- The Washington Times - Friday, November 26, 2004

The editors of the Journal of the American Medical Association (JAMA) are calling for an end to the U.S. Food and Drug Administration’s (FDA) role in post-market monitoring of the safety of drugs it approves.

In a tough, three-page editorial in the Dec. 1 issue of JAMA, they suggest the creation of an independent drug safety agency or board to take responsibility for safety surveillance once a drug is on the market.

“It is unreasonable to expect that the same agency that was responsible for approval of drug licensing and labeling would also be committed to actively seek evidence to prove itself wrong” in having authorized a product, the senior editors wrote.

With 332,000 subscribers, JAMA is the nation’s largest circulation medical journal.

The call to banish the FDA from post-marketing drug surveillance came from Dr. Catherine DeAngelis, JAMA’s editor-in-chief, and her two top assistants — executive deputy editor Dr. Phil B. Fontanarosa and deputy editor Dr. Drummond Rennie.

The JAMA editors are making their pitch for a “major restructuring” of the post-marketing surveillance system for drugs at a time when the FDA is under fire and congressional scrutiny amid charges that it is inappropriately influenced by the drug industry. The JAMA editors insist those concerns are real. Because of the timeliness of their editorial, it was released early online.

“To improve the necessary measures to monitor the safety of marketed drugs, the drug approval process must be decoupled from the post-marketing safety and surveillance system,” Dr. DeAngelis and her colleagues said.

They called such a split “long overdue” and said the agency or board that replaces the FDA in keeping tabs on marketed drugs must be “completely independent of influence from the pharmaceutical industry, biotechnology firms and medical-device manufacturers.”

“Until this occurs … the United States will still be far short of having an effective, vigilant and trustworthy system of post-marketing surveillance to protect the public,” the authors concluded.

They said that the “major problem with the current system for ensuring the safety of medications is that drug manufacturers are largely responsible for collecting, evaluating and reporting data from post-marketing studies of their own products.”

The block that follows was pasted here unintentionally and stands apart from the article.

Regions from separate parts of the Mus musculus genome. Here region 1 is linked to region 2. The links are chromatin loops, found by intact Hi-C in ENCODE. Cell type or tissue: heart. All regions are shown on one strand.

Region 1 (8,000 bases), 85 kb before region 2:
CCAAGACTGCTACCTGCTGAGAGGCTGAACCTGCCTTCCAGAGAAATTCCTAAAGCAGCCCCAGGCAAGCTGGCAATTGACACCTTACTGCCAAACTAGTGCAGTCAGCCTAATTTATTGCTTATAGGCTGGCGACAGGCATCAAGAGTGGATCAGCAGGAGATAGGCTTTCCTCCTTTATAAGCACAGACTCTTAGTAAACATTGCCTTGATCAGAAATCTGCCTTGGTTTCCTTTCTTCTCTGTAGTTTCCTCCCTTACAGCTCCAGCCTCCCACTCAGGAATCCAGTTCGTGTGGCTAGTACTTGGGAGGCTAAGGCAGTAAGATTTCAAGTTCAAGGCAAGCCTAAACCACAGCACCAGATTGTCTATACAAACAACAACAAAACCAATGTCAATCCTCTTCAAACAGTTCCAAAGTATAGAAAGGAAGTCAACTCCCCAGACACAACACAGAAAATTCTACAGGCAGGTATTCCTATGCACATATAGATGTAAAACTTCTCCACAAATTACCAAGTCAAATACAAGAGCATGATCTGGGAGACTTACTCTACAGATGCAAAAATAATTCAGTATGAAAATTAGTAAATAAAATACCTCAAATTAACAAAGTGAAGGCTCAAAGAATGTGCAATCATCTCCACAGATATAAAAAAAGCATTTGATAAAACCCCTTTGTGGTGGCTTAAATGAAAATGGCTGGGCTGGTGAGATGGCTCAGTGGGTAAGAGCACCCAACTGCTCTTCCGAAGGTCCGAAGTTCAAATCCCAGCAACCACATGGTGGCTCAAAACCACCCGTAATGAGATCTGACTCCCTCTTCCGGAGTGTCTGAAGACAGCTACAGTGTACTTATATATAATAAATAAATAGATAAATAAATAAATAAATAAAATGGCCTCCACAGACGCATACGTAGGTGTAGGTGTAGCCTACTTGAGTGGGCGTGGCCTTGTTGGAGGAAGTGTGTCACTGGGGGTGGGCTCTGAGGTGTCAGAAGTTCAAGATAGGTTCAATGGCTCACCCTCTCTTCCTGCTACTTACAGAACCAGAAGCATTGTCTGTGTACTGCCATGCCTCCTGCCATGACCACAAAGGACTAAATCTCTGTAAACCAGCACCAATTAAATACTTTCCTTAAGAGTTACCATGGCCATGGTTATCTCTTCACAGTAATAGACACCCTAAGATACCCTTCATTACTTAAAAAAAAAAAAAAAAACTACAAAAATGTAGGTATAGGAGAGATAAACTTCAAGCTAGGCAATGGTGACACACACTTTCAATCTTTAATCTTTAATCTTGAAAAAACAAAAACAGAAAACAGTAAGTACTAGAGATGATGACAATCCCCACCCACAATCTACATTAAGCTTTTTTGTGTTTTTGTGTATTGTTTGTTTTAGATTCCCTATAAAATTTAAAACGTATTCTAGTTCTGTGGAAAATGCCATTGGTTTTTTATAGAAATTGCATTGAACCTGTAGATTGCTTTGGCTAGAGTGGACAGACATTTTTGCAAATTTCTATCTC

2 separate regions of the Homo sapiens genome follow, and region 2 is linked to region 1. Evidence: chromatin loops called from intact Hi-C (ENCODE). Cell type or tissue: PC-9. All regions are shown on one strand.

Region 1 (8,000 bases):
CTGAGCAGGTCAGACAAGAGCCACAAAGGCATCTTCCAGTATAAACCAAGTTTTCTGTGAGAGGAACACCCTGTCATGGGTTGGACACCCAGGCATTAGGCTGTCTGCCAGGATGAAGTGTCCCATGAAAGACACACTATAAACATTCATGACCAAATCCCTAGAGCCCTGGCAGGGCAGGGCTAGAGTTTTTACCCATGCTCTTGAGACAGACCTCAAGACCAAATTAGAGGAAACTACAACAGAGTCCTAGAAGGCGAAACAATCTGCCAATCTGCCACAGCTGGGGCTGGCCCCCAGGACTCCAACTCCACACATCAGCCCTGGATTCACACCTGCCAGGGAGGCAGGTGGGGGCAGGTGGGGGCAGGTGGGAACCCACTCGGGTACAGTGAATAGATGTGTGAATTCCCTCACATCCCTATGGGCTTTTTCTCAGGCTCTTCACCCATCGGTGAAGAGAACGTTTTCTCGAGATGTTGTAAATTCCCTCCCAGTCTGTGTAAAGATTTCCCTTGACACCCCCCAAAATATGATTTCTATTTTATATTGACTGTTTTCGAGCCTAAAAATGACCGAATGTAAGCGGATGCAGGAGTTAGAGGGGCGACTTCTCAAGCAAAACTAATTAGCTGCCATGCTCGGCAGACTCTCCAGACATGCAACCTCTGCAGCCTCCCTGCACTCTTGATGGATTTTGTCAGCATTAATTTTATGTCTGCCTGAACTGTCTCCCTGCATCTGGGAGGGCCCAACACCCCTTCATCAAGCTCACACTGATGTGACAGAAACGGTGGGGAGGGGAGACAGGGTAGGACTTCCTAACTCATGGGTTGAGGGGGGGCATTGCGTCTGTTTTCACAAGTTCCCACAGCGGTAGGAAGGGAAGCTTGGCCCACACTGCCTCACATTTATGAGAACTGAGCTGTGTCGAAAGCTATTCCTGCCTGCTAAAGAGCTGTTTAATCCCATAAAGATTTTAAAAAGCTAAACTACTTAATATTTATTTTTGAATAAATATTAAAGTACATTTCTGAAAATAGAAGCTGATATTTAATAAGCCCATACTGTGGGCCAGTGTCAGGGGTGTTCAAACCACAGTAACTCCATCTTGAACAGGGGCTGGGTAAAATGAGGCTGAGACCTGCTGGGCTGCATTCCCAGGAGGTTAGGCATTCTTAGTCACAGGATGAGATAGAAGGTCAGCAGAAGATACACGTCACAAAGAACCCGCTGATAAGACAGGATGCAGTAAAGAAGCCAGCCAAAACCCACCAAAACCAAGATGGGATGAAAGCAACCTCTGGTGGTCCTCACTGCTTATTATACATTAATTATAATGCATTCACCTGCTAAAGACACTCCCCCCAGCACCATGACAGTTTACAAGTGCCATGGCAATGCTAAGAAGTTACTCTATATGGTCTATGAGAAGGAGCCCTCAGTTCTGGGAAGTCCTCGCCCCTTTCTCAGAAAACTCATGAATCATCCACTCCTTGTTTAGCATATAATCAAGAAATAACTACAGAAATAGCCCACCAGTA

Referring to the Sept. 30 withdrawal of the popular arthritis drug Vioxx by its manufacturer after studies showed it raised the risk of heart disease and stroke, the JAMA editors noted that a prominent cardiologist had published warnings of such problems in 2001.

But the FDA “never insisted on a trial to determine the extent of the problem … and a recent investigation suggests that Merck [the manufacturer] was well aware of the dangers … but made concerted efforts to conceal those findings,” the editors said.

Dr. Al Sears, director of the Center for Health and Wellness in West Palm Beach, Fla., said the FDA has “lost credibility” to gauge the safety of drugs it has approved because of being “being too dependent on the drug companies.”

“They must eliminate industry funding and create a separate agency that reviews the safety of drugs” in the marketplace, Dr. Sears said.

FDA officials could not be reached for comment yesterday about the editorial, but previously announced they were taking steps to try to strengthen the safety program for drugs on the market. They include having the Institute of Medicine conduct a thorough report and appointing a director to the FDA Office of Drug Safety, which has been vacant for more than a year.

“These initial steps are inadequate to restore the trust and confidence necessary to convince physicians and other health aprofessionals and the public that the FDA’s first absolute priority is to protect the public health,” the JAMA editors said.

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